John Heartfield


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Heartfield, John

 

(real name Helmut Herzfelde). Born June 19, 1891, in Berlin; died there Apr. 26, 1968. German artist, poster artist, and designer.

Heartfield studied at the Munich School of Applied Arts from 1907 to 1911 and at the School of Crafts in the Charlottenburg section of Berlin from 1912 to 1914. In 1930 and 1931 he lived in the USSR, and from 1933 to 1950 he lived in Prague and London. He returned to the German Democratic Republic (GDR) in 1950. Heartfield created the proletarian antifascist, anti-imperialist photomontage poster. He also worked as a magazine illustrator, a designer for motion pictures, and a book illustrator. In 1957 he was awarded the National Prize of the GDR.

REFERENCES

Tret’iakov, S., and S. Telingater. Dzhon Khartfil’d. [Moscow] 1936.
Herzfelde, W. John Heartfield. [2nd ed.] Dresden [1971].
References in periodicals archive ?
Perhaps because it is a centenary exhibit, concerned above all with commemoration, one of the main ideas is how quickly people who experienced the revolution firsthand and outsiders, such as John Heartfield, understood that the Russian Revolution was a landmark event in history.
John Heartfield had already started to elaborate a graphic layout and had conceptualized iconic photographic portraits of George Grosz and Raoul Hausmann, among others.
The book includes chapter-length studies of artists Walter Benjamin, L<AEa>szl<AEo> Moholy-Nagy, and Kurt Schwitters; other artists discussed include Robert Musil, Erich Mendelsohn, John Heartfield, and Hannah H|ch.
John Heartfield is a fascinating figure, whose pioneering political graphic design --for long an inspiration to leftist photographers and designers like King--has in recent years become much better known.
145), by tearing ephemeral photographic images their mass-culture sources and then reconstructing otherwise quotidian reality in provocative ways that resist aesthetic or linguistic closure, particularly in the photomontages of John Heartfield and Hannah Hoch.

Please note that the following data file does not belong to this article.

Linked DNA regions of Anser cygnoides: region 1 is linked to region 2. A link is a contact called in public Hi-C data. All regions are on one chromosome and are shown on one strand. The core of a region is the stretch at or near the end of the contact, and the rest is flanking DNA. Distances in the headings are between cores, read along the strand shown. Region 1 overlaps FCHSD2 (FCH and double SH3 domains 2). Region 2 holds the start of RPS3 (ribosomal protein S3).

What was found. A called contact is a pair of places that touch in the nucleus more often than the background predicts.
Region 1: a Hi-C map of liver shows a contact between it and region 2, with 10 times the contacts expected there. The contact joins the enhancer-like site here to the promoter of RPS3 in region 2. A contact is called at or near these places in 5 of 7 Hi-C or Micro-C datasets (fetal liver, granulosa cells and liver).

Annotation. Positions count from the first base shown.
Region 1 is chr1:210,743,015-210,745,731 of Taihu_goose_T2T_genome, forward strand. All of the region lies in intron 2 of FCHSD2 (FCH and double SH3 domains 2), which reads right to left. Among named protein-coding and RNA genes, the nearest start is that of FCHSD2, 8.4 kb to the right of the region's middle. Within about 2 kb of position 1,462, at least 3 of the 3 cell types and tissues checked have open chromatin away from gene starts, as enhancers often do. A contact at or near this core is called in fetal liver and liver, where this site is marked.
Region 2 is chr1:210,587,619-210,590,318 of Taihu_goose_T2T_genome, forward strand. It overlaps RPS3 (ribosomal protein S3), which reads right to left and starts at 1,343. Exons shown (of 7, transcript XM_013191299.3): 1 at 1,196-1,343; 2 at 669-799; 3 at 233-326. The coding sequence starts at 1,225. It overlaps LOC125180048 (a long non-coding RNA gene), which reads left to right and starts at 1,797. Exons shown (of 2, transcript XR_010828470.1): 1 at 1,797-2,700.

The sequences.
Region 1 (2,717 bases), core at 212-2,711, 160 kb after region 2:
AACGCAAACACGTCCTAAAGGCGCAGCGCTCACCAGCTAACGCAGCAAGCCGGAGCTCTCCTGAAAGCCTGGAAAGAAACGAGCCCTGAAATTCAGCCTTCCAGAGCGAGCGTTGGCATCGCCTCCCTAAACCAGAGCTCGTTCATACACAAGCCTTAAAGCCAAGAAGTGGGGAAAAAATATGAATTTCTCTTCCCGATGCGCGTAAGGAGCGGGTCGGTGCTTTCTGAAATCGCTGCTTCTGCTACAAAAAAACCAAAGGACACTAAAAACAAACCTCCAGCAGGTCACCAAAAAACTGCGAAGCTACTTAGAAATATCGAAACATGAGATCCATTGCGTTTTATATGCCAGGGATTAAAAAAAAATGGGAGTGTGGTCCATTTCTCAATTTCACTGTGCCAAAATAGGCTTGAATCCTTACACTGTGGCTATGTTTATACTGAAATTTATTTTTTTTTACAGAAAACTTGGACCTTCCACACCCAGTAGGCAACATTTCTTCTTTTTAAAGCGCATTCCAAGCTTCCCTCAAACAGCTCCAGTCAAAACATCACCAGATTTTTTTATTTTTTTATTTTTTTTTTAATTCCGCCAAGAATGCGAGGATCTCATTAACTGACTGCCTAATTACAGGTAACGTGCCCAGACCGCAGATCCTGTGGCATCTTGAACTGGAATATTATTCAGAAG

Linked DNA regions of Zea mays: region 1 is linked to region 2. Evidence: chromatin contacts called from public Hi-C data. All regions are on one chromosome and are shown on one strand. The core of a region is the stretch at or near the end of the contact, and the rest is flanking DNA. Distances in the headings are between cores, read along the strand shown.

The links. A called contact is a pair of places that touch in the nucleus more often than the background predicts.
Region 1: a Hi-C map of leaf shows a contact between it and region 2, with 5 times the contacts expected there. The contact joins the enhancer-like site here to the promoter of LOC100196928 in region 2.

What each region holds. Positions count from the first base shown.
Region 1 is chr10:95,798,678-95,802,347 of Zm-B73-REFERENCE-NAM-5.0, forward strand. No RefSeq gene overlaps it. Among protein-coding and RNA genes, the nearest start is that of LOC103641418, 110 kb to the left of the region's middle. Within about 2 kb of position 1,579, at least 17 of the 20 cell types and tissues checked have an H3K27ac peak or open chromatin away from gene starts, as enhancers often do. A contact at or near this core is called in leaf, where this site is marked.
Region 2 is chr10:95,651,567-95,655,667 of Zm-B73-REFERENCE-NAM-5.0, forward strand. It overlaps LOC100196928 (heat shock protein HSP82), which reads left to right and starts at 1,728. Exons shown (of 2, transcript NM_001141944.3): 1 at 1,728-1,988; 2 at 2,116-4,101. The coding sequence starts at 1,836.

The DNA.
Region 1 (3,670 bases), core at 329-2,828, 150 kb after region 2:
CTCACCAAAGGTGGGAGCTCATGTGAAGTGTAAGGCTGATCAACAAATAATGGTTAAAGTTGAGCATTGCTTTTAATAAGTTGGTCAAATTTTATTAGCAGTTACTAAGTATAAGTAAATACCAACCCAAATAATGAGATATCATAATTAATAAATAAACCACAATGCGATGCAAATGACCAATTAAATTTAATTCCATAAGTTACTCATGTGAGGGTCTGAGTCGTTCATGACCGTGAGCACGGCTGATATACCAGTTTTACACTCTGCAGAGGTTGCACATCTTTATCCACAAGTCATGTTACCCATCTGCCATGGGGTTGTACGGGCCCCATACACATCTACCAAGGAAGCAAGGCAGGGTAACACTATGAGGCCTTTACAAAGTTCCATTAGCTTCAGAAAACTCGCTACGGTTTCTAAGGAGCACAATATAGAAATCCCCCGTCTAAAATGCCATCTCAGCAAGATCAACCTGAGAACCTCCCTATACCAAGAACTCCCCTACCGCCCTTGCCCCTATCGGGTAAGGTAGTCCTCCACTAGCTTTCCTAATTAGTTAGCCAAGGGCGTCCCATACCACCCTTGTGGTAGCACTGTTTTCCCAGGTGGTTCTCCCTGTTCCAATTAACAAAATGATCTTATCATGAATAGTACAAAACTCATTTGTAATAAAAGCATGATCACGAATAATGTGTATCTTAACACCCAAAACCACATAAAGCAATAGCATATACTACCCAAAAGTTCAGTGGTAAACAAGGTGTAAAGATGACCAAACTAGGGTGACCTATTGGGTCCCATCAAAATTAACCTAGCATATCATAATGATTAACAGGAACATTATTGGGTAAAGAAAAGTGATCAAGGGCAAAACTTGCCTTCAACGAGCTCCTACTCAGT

Todos los artistas que trabajaron el fotomontaje, El Lissitzky, Alexander Mikhailovich Rodchenko, Fritz Stammberger, John Heartfield, han advertido el potencial ideologico de la manipulacion de las imagenes que pasan por sus manos y la agitacion que pueden llegar a provocar.
Her conceptual grasp of the communicative powers and stylistic possibilities of the printed word is unparalleled, in that regard matching or surpassing the achievements of John Heartfield, Ben Shahn, Barbara Kruger, Ed Ruscha, Jenny Holzer, Mel Bochner, Bruce Nauman, Kay Rosen, and Raymond Pettibon.
During a time when writers like George Orwell, academics like those of the Frankfurt School, and artists like John Heartfield were visibly exploring the powerful nexus of aesthetic culture and politics, Wolfe used the potential of his own work to serve as a venue for cultural and political address, and in so doing, was able to say what others had not, or more importantly, could not themselves say.
Also, in an interview from 1944, the Berliner artist John Heartfield summarized the history of Dada and also its political ambitions:
His powerful expressions bring to mind the works of German Expressionists George Grosz, Otto Dix and Max Beckmann; John Heartfield, the master of political photomontage; the California Funk ceramists; and postmodern sloganeers like Barbara Kruger.
Returning to the issue of modernism in Britain in her fifth chapter, "'Degenerate' Art in Britain: Refugees, Interness, and Visual Culture", Wolff discusses the generation of artists in exile who emigrated to Britain as adults in the 1930s, such as Ludwig Meidner, Oskar Kokoschka, John Heartfield, Kurt Schwitters, and Jankel Adler.
However, the list also includes the names of such international leftist artists as Kathe Kollwitz, William Gropper and John Heartfield, whose work was recycled for publication here and not executed for the book.